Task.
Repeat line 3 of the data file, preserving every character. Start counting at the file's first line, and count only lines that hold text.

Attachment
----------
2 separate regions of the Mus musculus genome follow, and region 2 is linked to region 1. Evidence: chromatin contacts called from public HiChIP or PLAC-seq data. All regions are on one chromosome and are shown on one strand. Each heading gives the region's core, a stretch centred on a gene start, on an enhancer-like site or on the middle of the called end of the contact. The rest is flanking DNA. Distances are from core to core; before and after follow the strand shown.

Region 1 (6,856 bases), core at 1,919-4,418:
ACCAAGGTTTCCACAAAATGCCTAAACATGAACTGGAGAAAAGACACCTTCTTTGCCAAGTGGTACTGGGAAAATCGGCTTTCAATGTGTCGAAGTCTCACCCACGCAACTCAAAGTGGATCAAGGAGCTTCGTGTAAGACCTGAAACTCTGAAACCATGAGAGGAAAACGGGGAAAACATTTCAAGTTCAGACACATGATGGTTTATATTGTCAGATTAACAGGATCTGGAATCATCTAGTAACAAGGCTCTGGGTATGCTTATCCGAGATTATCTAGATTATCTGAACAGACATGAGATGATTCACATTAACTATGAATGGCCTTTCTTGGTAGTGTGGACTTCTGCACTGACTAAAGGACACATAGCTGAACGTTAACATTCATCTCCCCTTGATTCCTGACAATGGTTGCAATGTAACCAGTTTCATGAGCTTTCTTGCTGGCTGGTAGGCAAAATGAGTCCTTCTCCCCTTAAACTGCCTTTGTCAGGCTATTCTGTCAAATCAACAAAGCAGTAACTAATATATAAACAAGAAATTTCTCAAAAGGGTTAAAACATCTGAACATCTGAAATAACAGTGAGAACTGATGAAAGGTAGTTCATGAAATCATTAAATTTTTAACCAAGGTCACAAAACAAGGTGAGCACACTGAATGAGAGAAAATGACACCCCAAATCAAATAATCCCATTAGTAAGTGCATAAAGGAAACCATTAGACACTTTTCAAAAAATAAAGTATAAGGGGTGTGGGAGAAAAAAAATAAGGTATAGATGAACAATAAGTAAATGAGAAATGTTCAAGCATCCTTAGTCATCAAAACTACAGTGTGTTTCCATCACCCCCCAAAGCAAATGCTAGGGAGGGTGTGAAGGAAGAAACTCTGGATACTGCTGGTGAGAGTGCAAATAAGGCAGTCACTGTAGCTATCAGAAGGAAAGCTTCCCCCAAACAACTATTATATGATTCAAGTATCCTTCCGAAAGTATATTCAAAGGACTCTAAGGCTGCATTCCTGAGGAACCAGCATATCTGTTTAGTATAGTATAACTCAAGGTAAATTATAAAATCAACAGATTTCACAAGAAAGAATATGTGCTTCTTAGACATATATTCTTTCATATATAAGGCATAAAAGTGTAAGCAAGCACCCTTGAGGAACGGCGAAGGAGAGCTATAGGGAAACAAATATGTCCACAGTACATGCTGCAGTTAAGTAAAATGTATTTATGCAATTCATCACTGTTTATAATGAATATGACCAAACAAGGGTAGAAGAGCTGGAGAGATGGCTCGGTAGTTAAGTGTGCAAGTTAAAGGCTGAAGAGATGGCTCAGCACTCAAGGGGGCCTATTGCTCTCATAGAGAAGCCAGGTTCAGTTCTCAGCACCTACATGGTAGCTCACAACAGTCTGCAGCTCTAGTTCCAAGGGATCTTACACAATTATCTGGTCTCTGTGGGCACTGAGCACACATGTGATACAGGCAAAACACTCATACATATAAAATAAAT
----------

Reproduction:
ACCAAGGTTTCCACAAAATGCCTAAACATGAACTGGAGAAAAGACACCTTCTTTGCCAAGTGGTACTGGGAAAATCGGCTTTCAATGTGTCGAAGTCTCACCCACGCAACTCAAAGTGGATCAAGGAGCTTCGTGTAAGACCTGAAACTCTGAAACCATGAGAGGAAAACGGGGAAAACATTTCAAGTTCAGACACATGATGGTTTATATTGTCAGATTAACAGGATCTGGAATCATCTAGTAACAAGGCTCTGGGTATGCTTATCCGAGATTATCTAGATTATCTGAACAGACATGAGATGATTCACATTAACTATGAATGGCCTTTCTTGGTAGTGTGGACTTCTGCACTGACTAAAGGACACATAGCTGAACGTTAACATTCATCTCCCCTTGATTCCTGACAATGGTTGCAATGTAACCAGTTTCATGAGCTTTCTTGCTGGCTGGTAGGCAAAATGAGTCCTTCTCCCCTTAAACTGCCTTTGTCAGGCTATTCTGTCAAATCAACAAAGCAGTAACTAATATATAAACAAGAAATTTCTCAAAAGGGTTAAAACATCTGAACATCTGAAATAACAGTGAGAACTGATGAAAGGTAGTTCATGAAATCATTAAATTTTTAACCAAGGTCACAAAACAAGGTGAGCACACTGAATGAGAGAAAATGACACCCCAAATCAAATAATCCCATTAGTAAGTGCATAAAGGAAACCATTAGACACTTTTCAAAAAATAAAGTATAAGGGGTGTGGGAGAAAAAAAATAAGGTATAGATGAACAATAAGTAAATGAGAAATGTTCAAGCATCCTTAGTCATCAAAACTACAGTGTGTTTCCATCACCCCCCAAAGCAAATGCTAGGGAGGGTGTGAAGGAAGAAACTCTGGATACTGCTGGTGAGAGTGCAAATAAGGCAGTCACTGTAGCTATCAGAAGGAAAGCTTCCCCCAAACAACTATTATATGATTCAAGTATCCTTCCGAAAGTATATTCAAAGGACTCTAAGGCTGCATTCCTGAGGAACCAGCATATCTGTTTAGTATAGTATAACTCAAGGTAAATTATAAAATCAACAGATTTCACAAGAAAGAATATGTGCTTCTTAGACATATATTCTTTCATATATAAGGCATAAAAGTGTAAGCAAGCACCCTTGAGGAACGGCGAAGGAGAGCTATAGGGAAACAAATATGTCCACAGTACATGCTGCAGTTAAGTAAAATGTATTTATGCAATTCATCACTGTTTATAATGAATATGACCAAACAAGGGTAGAAGAGCTGGAGAGATGGCTCGGTAGTTAAGTGTGCAAGTTAAAGGCTGAAGAGATGGCTCAGCACTCAAGGGGGCCTATTGCTCTCATAGAGAAGCCAGGTTCAGTTCTCAGCACCTACATGGTAGCTCACAACAGTCTGCAGCTCTAGTTCCAAGGGATCTTACACAATTATCTGGTCTCTGTGGGCACTGAGCACACATGTGATACAGGCAAAACACTCATACATATAAAATAAAT